PORT CHARLOTTE, Fla. -- After a disappointing 2018, Jake Faria is looking to show that last season isn't reflective of the type of pitcher he is."Last year wasn't who I really am," Faria said. "A lot of articles have pretty much given up on me as a player and I
PORT CHARLOTTE, Fla. -- After a disappointing 2018, Jake Faria is looking to show that last season isn't reflective of the type of pitcher he is.
"Last year wasn't who I really am," Faria said. "A lot of articles have pretty much given up on me as a player and I just want to go out there and prove people wrong."
Faria moved to Las Vegas over the winter and his offseason consisted of waking up at 4:15 a.m. in order to get into the gym around 5 a.m. before finishing off his morning by throwing a bullpen session.
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The main priority for Faria was to get in better shape. He checked in at about 225 pounds ahead of Spring Training, which is down 15 pounds from what he was at the beginning of camp last season.
"I was huge," Faria said. "Last year, I just didn't feel good at any point. I wasn't in pain, but I didn't feel good physically. This year it was all about getting to a point where I just feel good physically."
The 2018 season was a tough one for Faria. He came into the year as the Rays' No. 3 starter, but he was never able to get into a rhythm on the mound. The year began with him allowing eight runs during an April 7 start against Boston. He showed flashes of why the Rays were high on him coming into the season in his April 30 start against Detroit, where he pitched eight scoreless innings, but after straining his left oblique, Faria missed more than two months after being placed on the injured list on May 23. He ultimately finished the season with a 5.40 ERA.
"I think last offseason, I didn't go into it with the best mental state," Faria said in September. "Kind of already thinking that I had a job and that I'll be fine. That kind of stuck in the back of my mind all year."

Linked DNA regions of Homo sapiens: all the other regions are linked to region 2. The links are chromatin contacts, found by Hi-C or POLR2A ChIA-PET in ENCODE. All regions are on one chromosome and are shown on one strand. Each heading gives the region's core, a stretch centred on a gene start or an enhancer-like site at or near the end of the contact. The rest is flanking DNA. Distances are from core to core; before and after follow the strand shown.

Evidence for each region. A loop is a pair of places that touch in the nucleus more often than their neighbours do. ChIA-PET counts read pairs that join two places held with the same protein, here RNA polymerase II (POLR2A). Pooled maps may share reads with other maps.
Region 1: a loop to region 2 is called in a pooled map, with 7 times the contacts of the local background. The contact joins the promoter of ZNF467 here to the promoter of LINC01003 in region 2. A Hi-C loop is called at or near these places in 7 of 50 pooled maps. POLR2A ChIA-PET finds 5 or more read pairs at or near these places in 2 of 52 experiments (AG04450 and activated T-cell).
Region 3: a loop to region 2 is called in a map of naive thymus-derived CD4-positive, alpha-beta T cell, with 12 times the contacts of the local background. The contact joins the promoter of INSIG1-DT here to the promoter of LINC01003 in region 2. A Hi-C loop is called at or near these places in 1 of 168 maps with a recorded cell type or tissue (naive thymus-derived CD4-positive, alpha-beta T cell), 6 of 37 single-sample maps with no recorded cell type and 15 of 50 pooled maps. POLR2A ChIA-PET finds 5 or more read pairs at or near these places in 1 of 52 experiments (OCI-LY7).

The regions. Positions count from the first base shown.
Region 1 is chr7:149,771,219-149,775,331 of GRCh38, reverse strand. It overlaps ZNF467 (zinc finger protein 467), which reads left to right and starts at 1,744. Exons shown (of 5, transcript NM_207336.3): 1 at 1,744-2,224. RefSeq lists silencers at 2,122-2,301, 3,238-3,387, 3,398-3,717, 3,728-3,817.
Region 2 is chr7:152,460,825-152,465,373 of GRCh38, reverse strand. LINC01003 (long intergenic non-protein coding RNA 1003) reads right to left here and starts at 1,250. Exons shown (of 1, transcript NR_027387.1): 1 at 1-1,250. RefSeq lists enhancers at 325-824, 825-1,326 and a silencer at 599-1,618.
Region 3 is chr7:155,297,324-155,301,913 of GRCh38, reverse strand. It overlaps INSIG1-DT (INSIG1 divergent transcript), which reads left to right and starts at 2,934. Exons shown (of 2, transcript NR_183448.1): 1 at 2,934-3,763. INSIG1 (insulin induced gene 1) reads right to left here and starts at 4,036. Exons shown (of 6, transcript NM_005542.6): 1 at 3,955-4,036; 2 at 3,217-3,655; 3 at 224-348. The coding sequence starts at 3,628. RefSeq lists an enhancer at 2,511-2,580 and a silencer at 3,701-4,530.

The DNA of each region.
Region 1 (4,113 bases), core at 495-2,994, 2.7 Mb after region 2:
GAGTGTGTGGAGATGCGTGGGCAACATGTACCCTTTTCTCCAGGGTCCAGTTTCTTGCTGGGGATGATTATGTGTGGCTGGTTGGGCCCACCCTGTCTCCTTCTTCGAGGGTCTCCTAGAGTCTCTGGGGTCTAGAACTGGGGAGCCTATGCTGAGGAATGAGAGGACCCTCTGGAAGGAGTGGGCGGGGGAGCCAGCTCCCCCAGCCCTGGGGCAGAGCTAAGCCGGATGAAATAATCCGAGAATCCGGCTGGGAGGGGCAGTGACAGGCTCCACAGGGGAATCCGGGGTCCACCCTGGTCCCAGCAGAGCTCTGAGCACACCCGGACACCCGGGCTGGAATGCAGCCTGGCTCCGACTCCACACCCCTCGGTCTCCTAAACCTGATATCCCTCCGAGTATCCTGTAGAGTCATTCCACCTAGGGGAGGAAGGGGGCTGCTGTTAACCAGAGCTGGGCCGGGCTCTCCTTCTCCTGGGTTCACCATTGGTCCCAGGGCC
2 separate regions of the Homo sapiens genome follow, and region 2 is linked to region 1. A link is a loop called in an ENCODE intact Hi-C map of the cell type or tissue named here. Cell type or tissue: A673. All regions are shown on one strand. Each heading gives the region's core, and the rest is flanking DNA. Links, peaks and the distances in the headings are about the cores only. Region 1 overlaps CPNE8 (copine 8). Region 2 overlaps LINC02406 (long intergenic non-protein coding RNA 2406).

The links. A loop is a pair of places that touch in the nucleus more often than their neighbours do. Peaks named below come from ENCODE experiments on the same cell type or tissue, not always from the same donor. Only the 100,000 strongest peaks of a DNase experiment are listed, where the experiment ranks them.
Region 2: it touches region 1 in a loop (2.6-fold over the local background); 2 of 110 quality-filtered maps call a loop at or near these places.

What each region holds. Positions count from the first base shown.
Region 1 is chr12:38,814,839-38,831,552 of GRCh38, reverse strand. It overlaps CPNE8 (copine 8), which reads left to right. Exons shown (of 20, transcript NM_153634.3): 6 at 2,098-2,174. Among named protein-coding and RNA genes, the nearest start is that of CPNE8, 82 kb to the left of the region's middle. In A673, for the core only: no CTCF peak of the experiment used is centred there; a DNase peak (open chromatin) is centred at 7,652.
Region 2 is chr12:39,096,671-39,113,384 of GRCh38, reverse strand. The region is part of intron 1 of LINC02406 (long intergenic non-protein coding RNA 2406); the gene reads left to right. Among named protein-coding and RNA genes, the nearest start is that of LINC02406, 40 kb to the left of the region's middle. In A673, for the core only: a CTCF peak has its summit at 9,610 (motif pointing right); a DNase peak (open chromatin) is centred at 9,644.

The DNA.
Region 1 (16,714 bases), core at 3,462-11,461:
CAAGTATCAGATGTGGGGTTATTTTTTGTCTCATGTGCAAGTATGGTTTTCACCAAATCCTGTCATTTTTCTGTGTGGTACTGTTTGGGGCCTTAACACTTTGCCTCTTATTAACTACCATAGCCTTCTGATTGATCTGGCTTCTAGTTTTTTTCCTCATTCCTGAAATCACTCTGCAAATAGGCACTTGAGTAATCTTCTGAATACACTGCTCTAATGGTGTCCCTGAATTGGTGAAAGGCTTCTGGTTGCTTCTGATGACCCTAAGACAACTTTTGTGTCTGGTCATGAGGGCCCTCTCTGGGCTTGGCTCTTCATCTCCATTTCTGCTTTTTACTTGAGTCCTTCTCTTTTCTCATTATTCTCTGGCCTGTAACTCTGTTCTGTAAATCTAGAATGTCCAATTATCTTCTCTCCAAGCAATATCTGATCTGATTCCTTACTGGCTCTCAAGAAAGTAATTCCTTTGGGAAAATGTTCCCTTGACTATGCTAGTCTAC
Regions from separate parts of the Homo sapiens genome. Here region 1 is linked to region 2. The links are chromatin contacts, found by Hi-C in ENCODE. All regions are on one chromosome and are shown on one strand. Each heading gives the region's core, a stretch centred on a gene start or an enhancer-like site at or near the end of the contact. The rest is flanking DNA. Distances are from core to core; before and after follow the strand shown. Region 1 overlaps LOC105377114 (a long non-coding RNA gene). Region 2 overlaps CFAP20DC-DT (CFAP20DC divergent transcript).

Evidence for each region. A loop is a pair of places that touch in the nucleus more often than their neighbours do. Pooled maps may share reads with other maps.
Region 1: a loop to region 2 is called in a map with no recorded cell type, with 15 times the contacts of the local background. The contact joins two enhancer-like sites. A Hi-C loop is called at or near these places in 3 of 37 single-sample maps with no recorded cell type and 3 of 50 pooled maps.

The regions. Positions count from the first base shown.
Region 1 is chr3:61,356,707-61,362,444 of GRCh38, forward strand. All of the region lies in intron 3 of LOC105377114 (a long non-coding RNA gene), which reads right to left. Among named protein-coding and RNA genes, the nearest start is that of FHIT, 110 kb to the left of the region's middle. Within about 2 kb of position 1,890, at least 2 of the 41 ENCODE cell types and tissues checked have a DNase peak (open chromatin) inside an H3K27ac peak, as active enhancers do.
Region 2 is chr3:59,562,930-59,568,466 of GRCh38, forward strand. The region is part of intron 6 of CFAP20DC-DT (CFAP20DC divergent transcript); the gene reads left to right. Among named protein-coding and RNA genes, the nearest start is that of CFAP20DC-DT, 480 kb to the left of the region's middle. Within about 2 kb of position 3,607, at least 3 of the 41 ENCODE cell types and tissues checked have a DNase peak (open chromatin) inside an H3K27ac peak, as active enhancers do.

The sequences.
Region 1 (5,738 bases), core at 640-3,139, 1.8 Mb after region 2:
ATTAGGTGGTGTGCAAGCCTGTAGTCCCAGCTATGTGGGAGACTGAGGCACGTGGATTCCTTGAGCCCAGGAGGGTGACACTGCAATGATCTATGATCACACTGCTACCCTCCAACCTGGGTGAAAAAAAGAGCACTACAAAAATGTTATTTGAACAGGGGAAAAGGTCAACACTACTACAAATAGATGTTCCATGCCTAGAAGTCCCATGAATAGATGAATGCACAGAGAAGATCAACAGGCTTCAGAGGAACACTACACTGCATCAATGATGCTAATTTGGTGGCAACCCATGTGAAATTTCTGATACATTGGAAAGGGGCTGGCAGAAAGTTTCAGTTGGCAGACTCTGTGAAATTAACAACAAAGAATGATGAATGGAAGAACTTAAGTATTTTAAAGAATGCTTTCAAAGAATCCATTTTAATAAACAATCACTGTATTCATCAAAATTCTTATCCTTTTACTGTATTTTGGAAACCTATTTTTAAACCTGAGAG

Pitching coach Kyle Snyder made it a point to make it out to Las Vegas to see Faria work out.
"I was really encouraged with what I saw in Vegas and even more encouraged with what I saw [on Wednesday]," Snyder said. "I understand that he's not happy with how last season went and he's motivated to get into this year and correct a lot of things."
Faria entered Spring Training last season as one of the pitchers that was a lock for the Opening Day roster. This year, however, Faria is looking to compete with the rest of the pitching staff for the remaining spots in the bullpen.
"It's really about being available whenever they call on you," Faria said. "That's the big thing. I know that if I'm healthy, if I stay strong and just take care of myself, that stuff on the field will take of itself."
Snyder knows that Faria still has work to do before he gets back to where he was in 2017. That season, Faria finished with a 3.43 ERA and established himself as one of the promising young pitchers in the organization. If he can return to that form, the Rays have yet another arm they can trust either to start or to come out of the bullpen.
"I'm really pleased right now with where he is," Snyder said. "He's really close to where he was in '17. Now we're going to continue to work on that and refine that."
*Juan Toribio * covers the Rays for MLB.com. Follow him on Twitter @juanctoribio.